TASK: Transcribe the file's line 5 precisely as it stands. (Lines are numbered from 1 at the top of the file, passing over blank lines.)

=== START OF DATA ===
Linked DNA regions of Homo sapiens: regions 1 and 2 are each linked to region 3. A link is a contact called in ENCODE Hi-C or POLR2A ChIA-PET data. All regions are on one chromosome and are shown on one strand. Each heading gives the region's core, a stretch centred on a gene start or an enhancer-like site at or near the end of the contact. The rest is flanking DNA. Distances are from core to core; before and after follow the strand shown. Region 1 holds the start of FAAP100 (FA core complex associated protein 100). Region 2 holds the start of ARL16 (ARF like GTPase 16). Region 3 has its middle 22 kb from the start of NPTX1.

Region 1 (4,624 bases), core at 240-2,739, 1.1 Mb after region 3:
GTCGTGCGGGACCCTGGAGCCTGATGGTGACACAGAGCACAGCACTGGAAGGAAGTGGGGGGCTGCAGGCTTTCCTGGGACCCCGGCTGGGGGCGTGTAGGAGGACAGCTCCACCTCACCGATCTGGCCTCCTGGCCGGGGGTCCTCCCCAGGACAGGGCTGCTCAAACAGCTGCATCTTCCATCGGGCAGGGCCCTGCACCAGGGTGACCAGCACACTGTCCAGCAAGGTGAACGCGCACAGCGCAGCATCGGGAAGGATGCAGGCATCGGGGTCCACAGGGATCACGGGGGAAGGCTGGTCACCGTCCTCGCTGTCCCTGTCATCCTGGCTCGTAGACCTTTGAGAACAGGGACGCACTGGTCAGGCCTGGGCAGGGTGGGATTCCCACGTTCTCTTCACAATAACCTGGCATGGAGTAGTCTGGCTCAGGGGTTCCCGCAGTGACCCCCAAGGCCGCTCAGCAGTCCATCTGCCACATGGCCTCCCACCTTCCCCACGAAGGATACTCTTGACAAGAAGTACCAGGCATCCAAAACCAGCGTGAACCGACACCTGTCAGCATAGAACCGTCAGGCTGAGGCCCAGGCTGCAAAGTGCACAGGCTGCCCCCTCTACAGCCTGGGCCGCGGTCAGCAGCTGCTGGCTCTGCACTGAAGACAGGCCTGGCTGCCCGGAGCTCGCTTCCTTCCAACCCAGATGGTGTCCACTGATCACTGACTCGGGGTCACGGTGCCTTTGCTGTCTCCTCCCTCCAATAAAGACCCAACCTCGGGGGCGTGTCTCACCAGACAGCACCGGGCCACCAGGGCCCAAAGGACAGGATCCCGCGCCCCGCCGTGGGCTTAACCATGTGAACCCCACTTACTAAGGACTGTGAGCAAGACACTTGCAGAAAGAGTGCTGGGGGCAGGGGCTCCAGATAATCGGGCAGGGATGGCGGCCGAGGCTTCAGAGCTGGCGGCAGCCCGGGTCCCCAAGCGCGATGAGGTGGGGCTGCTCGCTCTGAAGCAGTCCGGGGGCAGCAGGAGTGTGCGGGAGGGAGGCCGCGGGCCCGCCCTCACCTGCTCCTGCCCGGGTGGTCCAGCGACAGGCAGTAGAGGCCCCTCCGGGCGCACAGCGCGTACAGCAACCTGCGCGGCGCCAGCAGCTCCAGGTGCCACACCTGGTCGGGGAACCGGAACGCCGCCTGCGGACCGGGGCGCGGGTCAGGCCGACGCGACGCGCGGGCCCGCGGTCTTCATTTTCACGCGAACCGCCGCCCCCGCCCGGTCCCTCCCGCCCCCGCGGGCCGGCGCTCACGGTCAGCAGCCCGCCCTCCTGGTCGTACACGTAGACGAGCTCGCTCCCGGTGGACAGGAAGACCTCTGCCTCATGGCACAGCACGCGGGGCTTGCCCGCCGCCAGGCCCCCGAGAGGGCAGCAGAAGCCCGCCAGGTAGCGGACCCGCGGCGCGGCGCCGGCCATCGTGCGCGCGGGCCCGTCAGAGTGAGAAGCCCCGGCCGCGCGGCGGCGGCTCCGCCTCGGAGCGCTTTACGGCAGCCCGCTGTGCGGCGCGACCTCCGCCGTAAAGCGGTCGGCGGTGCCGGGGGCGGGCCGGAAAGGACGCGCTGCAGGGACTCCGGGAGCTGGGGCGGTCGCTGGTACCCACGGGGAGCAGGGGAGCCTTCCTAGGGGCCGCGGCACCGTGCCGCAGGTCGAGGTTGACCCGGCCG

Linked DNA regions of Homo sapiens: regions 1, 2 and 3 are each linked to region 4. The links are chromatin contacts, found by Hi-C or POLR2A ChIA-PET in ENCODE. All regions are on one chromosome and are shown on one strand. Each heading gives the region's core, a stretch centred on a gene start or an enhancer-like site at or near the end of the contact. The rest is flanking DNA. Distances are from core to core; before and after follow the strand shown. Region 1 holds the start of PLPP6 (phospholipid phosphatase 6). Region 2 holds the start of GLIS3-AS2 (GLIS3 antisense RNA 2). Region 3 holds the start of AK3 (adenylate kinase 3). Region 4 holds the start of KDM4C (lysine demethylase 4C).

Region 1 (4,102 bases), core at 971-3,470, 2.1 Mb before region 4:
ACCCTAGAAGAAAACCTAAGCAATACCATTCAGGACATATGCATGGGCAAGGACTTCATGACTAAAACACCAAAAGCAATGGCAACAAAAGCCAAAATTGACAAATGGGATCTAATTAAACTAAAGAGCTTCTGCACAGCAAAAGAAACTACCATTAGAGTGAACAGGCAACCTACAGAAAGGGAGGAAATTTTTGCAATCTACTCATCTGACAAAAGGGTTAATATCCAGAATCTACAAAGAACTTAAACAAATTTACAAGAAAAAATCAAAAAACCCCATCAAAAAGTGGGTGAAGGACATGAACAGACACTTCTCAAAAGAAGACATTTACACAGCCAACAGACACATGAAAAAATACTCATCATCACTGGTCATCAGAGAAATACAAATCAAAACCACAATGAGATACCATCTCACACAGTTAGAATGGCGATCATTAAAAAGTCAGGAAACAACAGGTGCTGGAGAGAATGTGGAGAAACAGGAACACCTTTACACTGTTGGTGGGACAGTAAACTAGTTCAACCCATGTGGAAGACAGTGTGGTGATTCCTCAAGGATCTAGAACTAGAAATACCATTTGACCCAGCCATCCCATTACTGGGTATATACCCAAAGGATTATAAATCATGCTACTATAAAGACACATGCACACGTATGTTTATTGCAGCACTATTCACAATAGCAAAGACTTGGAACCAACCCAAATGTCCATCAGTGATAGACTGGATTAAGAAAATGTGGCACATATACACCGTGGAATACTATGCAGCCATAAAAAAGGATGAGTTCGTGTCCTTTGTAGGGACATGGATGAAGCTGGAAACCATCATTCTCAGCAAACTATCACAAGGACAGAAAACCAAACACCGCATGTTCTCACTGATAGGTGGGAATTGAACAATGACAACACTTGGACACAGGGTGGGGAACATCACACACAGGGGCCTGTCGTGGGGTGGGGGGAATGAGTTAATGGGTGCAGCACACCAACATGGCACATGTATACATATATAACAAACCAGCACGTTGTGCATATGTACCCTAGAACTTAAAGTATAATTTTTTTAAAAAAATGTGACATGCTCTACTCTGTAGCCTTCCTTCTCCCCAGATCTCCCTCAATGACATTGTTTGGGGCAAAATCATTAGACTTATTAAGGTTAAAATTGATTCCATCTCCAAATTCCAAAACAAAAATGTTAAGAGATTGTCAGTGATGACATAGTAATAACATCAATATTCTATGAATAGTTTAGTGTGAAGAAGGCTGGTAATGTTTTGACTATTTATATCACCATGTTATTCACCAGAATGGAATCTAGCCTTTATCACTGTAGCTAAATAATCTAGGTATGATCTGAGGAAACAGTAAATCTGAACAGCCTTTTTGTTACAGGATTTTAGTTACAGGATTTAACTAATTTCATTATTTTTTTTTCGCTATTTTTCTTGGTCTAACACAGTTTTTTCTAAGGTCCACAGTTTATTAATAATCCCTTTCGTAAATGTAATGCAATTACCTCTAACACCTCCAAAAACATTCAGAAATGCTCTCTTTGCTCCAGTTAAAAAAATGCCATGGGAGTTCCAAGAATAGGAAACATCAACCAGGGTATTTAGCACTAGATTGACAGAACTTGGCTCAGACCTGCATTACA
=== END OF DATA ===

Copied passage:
Region 1 (4,102 bases), core at 971-3,470, 2.1 Mb before region 4: